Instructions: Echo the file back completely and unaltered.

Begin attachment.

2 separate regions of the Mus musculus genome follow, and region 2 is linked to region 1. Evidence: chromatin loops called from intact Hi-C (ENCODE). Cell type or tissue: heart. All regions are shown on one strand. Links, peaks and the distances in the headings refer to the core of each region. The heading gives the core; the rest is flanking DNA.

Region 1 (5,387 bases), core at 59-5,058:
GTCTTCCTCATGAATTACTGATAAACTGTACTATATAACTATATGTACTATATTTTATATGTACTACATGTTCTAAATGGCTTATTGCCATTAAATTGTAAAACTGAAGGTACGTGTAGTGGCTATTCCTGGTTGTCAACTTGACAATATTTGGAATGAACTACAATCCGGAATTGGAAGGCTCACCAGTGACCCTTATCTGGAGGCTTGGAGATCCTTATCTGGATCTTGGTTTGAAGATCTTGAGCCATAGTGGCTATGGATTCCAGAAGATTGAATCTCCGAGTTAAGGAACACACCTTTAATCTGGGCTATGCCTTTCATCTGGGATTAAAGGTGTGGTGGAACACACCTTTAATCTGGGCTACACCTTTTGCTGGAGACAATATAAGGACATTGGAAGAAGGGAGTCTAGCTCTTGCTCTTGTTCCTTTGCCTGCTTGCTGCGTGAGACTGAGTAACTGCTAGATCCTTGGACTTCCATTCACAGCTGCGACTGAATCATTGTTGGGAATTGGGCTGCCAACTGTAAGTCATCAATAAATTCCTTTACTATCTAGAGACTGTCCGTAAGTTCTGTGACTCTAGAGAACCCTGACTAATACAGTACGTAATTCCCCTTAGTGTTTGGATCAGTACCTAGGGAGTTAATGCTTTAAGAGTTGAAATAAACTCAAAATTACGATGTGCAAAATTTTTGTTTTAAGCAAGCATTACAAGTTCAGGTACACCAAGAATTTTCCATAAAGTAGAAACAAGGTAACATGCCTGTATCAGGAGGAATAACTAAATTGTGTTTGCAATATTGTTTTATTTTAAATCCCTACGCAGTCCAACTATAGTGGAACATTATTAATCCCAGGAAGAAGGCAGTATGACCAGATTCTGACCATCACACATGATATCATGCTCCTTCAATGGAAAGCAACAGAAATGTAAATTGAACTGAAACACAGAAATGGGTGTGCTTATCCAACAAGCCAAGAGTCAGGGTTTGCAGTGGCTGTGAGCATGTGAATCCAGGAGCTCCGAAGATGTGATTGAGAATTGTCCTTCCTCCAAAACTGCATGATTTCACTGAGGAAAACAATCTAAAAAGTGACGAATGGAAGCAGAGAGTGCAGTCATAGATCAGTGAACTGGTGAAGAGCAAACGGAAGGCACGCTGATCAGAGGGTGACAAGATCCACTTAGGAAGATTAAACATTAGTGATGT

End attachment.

2 separate regions of the Mus musculus genome follow, and region 2 is linked to region 1. Evidence: chromatin loops called from intact Hi-C (ENCODE). Cell type or tissue: heart. All regions are shown on one strand. Links, peaks and the distances in the headings refer to the core of each region. The heading gives the core; the rest is flanking DNA.

Region 1 (5,387 bases), core at 59-5,058:
GTCTTCCTCATGAATTACTGATAAACTGTACTATATAACTATATGTACTATATTTTATATGTACTACATGTTCTAAATGGCTTATTGCCATTAAATTGTAAAACTGAAGGTACGTGTAGTGGCTATTCCTGGTTGTCAACTTGACAATATTTGGAATGAACTACAATCCGGAATTGGAAGGCTCACCAGTGACCCTTATCTGGAGGCTTGGAGATCCTTATCTGGATCTTGGTTTGAAGATCTTGAGCCATAGTGGCTATGGATTCCAGAAGATTGAATCTCCGAGTTAAGGAACACACCTTTAATCTGGGCTATGCCTTTCATCTGGGATTAAAGGTGTGGTGGAACACACCTTTAATCTGGGCTACACCTTTTGCTGGAGACAATATAAGGACATTGGAAGAAGGGAGTCTAGCTCTTGCTCTTGTTCCTTTGCCTGCTTGCTGCGTGAGACTGAGTAACTGCTAGATCCTTGGACTTCCATTCACAGCTGCGACTGAATCATTGTTGGGAATTGGGCTGCCAACTGTAAGTCATCAATAAATTCCTTTACTATCTAGAGACTGTCCGTAAGTTCTGTGACTCTAGAGAACCCTGACTAATACAGTACGTAATTCCCCTTAGTGTTTGGATCAGTACCTAGGGAGTTAATGCTTTAAGAGTTGAAATAAACTCAAAATTACGATGTGCAAAATTTTTGTTTTAAGCAAGCATTACAAGTTCAGGTACACCAAGAATTTTCCATAAAGTAGAAACAAGGTAACATGCCTGTATCAGGAGGAATAACTAAATTGTGTTTGCAATATTGTTTTATTTTAAATCCCTACGCAGTCCAACTATAGTGGAACATTATTAATCCCAGGAAGAAGGCAGTATGACCAGATTCTGACCATCACACATGATATCATGCTCCTTCAATGGAAAGCAACAGAAATGTAAATTGAACTGAAACACAGAAATGGGTGTGCTTATCCAACAAGCCAAGAGTCAGGGTTTGCAGTGGCTGTGAGCATGTGAATCCAGGAGCTCCGAAGATGTGATTGAGAATTGTCCTTCCTCCAAAACTGCATGATTTCACTGAGGAAAACAATCTAAAAAGTGACGAATGGAAGCAGAGAGTGCAGTCATAGATCAGTGAACTGGTGAAGAGCAAACGGAAGGCACGCTGATCAGAGGGTGACAAGATCCACTTAGGAAGATTAAACATTAGTGATGT